Michael Jay Fotograf Berlin

Selling photos across agencies

April 2, 2018
by Michael Jay Fotograf
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What are concepts in stock photography and how to use them for success?

While in recent years, “authentic” seems to be the preferred buzz word in stock photography, there is another one that always sounds important but is kind of hard to grasp: Concept! It can mean so much or so little, depending on where you are right now. And it may be one of the most abused terms in stock photography overall. Let’s have a look what “concept” (in my humble opinion) actually means and what you need to understand about it to make more sales.

What is a concept?

Merriam Webster defines concept as “something conceived in the mind” or “an abstract or generic idea generalized from particular instances”. While Wikipedia goes into depth with its explanation, the simple one is quite enough for us in here.

In photography, you could also say “concept means what the image is standing for”.

Many images are very literal, there is no „hidden“ meaning behind what you see.

For example this simple image of a pencil. There isn’t much behind what you see. As a stock photo, it works quite well as being what it is, a pencil on white background, that can be used as a design element, cut out and pasted onto something else. So it is totally okay to have images that have no real concept behind them, literal works just as well in many cases.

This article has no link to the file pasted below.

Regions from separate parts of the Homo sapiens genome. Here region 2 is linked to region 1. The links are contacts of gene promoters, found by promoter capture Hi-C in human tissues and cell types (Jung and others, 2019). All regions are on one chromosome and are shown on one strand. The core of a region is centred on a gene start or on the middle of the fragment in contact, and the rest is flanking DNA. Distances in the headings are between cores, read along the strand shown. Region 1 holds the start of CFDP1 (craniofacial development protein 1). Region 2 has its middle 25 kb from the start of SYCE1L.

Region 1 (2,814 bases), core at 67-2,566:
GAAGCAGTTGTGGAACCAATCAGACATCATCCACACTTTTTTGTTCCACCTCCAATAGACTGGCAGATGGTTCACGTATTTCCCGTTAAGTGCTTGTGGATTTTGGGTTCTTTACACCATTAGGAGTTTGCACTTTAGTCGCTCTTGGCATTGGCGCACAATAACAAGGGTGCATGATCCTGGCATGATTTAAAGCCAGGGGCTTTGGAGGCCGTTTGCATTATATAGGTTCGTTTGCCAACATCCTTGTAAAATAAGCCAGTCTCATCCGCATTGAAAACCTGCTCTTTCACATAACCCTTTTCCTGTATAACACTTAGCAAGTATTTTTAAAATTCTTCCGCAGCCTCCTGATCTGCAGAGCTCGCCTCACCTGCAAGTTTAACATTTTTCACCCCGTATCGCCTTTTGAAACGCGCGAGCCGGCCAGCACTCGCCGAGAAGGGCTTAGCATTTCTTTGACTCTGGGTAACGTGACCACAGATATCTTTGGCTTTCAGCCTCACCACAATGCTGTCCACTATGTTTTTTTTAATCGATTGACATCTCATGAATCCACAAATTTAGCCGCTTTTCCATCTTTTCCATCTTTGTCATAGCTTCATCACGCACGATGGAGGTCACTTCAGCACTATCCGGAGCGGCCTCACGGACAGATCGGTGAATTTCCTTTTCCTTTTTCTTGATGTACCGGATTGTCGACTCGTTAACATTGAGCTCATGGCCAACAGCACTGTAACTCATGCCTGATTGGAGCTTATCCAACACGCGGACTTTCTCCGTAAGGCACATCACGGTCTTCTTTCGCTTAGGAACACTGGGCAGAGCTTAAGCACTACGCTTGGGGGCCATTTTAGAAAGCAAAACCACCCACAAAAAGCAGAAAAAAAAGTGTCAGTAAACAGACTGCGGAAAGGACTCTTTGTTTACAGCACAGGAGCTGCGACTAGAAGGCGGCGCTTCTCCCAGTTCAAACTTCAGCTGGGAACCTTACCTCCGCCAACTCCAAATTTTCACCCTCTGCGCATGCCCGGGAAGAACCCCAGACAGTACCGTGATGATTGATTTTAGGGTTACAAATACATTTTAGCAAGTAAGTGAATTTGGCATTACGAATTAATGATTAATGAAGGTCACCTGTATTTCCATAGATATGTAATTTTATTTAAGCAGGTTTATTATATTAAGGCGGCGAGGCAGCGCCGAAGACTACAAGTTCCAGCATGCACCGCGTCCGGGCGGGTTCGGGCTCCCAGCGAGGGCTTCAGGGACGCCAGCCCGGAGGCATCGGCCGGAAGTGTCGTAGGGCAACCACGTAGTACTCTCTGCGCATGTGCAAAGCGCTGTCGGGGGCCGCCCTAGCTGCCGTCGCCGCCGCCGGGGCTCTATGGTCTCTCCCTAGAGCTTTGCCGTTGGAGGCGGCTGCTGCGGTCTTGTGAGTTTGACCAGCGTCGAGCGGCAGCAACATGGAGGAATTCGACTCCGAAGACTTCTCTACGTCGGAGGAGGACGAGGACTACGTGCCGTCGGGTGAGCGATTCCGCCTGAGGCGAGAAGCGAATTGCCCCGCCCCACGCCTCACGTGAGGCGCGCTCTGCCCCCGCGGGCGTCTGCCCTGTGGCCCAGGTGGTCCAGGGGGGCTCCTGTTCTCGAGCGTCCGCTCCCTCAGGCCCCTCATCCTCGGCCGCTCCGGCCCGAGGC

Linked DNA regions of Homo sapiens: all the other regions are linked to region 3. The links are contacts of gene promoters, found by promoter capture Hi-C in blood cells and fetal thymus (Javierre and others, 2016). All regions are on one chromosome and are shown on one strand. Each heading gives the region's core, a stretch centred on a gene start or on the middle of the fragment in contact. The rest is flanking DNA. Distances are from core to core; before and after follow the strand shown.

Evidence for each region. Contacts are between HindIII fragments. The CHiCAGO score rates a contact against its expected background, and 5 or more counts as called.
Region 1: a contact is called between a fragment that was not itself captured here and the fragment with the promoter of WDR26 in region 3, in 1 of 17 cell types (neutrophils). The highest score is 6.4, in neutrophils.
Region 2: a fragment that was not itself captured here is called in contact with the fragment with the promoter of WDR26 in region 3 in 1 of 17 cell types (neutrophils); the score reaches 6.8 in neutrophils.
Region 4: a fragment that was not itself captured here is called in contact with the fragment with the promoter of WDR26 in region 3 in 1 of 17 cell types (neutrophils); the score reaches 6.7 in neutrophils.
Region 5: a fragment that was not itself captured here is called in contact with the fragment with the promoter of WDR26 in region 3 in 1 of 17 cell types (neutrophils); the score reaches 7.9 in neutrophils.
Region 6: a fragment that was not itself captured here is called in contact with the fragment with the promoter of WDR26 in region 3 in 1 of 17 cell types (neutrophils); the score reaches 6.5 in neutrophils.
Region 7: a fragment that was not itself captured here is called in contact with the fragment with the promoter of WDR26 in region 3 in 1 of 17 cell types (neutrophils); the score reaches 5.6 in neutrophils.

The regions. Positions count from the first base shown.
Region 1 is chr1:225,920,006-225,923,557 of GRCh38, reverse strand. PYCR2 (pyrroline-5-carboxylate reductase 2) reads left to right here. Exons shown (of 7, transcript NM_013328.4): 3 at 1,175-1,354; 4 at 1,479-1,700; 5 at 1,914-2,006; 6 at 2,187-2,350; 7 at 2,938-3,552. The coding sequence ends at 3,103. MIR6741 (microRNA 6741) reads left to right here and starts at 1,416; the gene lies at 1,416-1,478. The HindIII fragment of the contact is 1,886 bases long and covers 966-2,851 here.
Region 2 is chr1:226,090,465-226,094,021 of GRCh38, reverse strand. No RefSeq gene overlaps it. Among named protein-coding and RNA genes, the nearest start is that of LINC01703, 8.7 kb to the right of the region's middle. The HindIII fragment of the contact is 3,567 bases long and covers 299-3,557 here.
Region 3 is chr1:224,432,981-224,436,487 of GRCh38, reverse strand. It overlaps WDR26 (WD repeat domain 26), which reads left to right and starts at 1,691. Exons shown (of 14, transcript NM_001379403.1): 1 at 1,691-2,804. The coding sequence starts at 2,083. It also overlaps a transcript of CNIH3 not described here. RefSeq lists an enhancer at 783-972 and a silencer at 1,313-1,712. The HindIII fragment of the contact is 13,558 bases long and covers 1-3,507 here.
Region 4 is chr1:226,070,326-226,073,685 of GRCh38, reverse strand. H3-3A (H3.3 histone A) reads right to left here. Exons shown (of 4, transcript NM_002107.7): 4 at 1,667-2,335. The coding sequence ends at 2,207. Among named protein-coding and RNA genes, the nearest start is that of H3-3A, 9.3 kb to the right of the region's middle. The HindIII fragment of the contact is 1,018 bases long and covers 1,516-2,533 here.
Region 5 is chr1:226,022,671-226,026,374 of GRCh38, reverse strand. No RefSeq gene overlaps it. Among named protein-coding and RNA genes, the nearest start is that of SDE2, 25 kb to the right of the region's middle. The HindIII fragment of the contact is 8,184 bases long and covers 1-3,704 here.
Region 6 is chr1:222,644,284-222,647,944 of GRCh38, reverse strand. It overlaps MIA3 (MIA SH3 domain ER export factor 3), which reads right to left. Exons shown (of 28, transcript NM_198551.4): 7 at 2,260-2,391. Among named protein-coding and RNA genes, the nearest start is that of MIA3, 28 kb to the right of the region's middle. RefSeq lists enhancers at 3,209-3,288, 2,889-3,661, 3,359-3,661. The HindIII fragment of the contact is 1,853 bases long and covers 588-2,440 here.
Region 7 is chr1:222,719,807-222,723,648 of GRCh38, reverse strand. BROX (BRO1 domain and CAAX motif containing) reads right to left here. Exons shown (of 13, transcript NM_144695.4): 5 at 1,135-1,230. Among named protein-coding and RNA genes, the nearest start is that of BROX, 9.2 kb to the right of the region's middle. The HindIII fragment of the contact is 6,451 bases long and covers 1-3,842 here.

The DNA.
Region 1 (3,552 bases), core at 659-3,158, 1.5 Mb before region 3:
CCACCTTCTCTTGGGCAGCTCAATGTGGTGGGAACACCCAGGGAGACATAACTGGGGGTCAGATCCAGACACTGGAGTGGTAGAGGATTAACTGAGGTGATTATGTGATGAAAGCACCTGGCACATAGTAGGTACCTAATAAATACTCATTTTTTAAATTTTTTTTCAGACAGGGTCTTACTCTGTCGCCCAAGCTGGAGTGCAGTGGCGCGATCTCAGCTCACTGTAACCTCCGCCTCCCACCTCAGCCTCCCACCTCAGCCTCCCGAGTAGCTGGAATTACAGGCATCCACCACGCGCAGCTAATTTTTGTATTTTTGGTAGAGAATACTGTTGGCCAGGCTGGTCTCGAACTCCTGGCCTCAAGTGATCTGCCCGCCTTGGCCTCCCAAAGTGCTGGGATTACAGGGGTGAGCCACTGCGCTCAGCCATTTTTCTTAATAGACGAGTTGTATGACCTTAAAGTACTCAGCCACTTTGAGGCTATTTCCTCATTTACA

But some images show something but there also is a (or possibly multiple) words behind what you see.

For example, my broken piggy bank can illustrate a number of ideas from „fulfilling a child hood dream“ to „having no money“. This image had about 300 downloads on Shutterstock alone, and I have a few similar ones. I doubt I would find it in use searching for an article on broken piggy banks. Instead it will be used to illustrate articles around all kinds of financial topics, probably mostly connected to financial problems.

One of the most overused concept images is an apple on a book which illustrates all kind of concepts from education to health, school and brain development.